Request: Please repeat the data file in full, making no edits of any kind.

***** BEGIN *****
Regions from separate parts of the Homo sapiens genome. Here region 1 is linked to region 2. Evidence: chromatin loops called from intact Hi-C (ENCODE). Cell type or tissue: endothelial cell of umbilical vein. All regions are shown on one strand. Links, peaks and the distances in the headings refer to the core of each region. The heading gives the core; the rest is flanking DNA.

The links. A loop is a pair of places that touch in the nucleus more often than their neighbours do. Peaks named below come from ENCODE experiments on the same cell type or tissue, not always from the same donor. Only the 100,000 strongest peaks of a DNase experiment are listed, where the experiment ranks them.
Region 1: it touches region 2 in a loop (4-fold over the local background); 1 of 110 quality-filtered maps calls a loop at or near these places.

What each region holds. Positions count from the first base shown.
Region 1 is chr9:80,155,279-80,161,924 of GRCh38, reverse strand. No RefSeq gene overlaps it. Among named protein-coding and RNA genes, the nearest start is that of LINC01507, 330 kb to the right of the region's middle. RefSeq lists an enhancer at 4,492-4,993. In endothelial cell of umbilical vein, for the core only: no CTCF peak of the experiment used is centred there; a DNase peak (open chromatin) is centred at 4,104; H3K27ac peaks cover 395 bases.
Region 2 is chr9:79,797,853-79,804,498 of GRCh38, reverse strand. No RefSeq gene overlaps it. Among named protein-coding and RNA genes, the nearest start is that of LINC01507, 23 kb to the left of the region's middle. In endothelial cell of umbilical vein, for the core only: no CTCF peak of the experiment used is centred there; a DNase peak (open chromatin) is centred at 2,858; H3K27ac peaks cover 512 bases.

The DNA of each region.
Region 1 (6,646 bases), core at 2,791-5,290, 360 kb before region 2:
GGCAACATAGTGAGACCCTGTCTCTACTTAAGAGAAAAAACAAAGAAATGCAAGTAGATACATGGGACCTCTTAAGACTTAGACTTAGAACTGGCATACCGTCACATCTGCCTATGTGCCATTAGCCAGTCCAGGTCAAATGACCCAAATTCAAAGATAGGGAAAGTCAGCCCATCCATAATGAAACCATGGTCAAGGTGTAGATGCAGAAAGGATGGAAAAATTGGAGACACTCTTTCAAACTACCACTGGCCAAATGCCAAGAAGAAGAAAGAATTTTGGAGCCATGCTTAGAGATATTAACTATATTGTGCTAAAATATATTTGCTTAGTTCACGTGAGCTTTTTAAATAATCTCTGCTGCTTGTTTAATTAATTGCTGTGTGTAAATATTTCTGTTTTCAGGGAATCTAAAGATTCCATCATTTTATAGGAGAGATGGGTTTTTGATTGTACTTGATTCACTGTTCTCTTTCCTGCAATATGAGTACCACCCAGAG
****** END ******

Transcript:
Regions from separate parts of the Homo sapiens genome. Here region 1 is linked to region 2. Evidence: chromatin loops called from intact Hi-C (ENCODE). Cell type or tissue: endothelial cell of umbilical vein. All regions are shown on one strand. Links, peaks and the distances in the headings refer to the core of each region. The heading gives the core; the rest is flanking DNA.

The links. A loop is a pair of places that touch in the nucleus more often than their neighbours do. Peaks named below come from ENCODE experiments on the same cell type or tissue, not always from the same donor. Only the 100,000 strongest peaks of a DNase experiment are listed, where the experiment ranks them.
Region 1: it touches region 2 in a loop (4-fold over the local background); 1 of 110 quality-filtered maps calls a loop at or near these places.

What each region holds. Positions count from the first base shown.
Region 1 is chr9:80,155,279-80,161,924 of GRCh38, reverse strand. No RefSeq gene overlaps it. Among named protein-coding and RNA genes, the nearest start is that of LINC01507, 330 kb to the right of the region's middle. RefSeq lists an enhancer at 4,492-4,993. In endothelial cell of umbilical vein, for the core only: no CTCF peak of the experiment used is centred there; a DNase peak (open chromatin) is centred at 4,104; H3K27ac peaks cover 395 bases.
Region 2 is chr9:79,797,853-79,804,498 of GRCh38, reverse strand. No RefSeq gene overlaps it. Among named protein-coding and RNA genes, the nearest start is that of LINC01507, 23 kb to the left of the region's middle. In endothelial cell of umbilical vein, for the core only: no CTCF peak of the experiment used is centred there; a DNase peak (open chromatin) is centred at 2,858; H3K27ac peaks cover 512 bases.

The DNA of each region.
Region 1 (6,646 bases), core at 2,791-5,290, 360 kb before region 2:
GGCAACATAGTGAGACCCTGTCTCTACTTAAGAGAAAAAACAAAGAAATGCAAGTAGATACATGGGACCTCTTAAGACTTAGACTTAGAACTGGCATACCGTCACATCTGCCTATGTGCCATTAGCCAGTCCAGGTCAAATGACCCAAATTCAAAGATAGGGAAAGTCAGCCCATCCATAATGAAACCATGGTCAAGGTGTAGATGCAGAAAGGATGGAAAAATTGGAGACACTCTTTCAAACTACCACTGGCCAAATGCCAAGAAGAAGAAAGAATTTTGGAGCCATGCTTAGAGATATTAACTATATTGTGCTAAAATATATTTGCTTAGTTCACGTGAGCTTTTTAAATAATCTCTGCTGCTTGTTTAATTAATTGCTGTGTGTAAATATTTCTGTTTTCAGGGAATCTAAAGATTCCATCATTTTATAGGAGAGATGGGTTTTTGATTGTACTTGATTCACTGTTCTCTTTCCTGCAATATGAGTACCACCCAGAG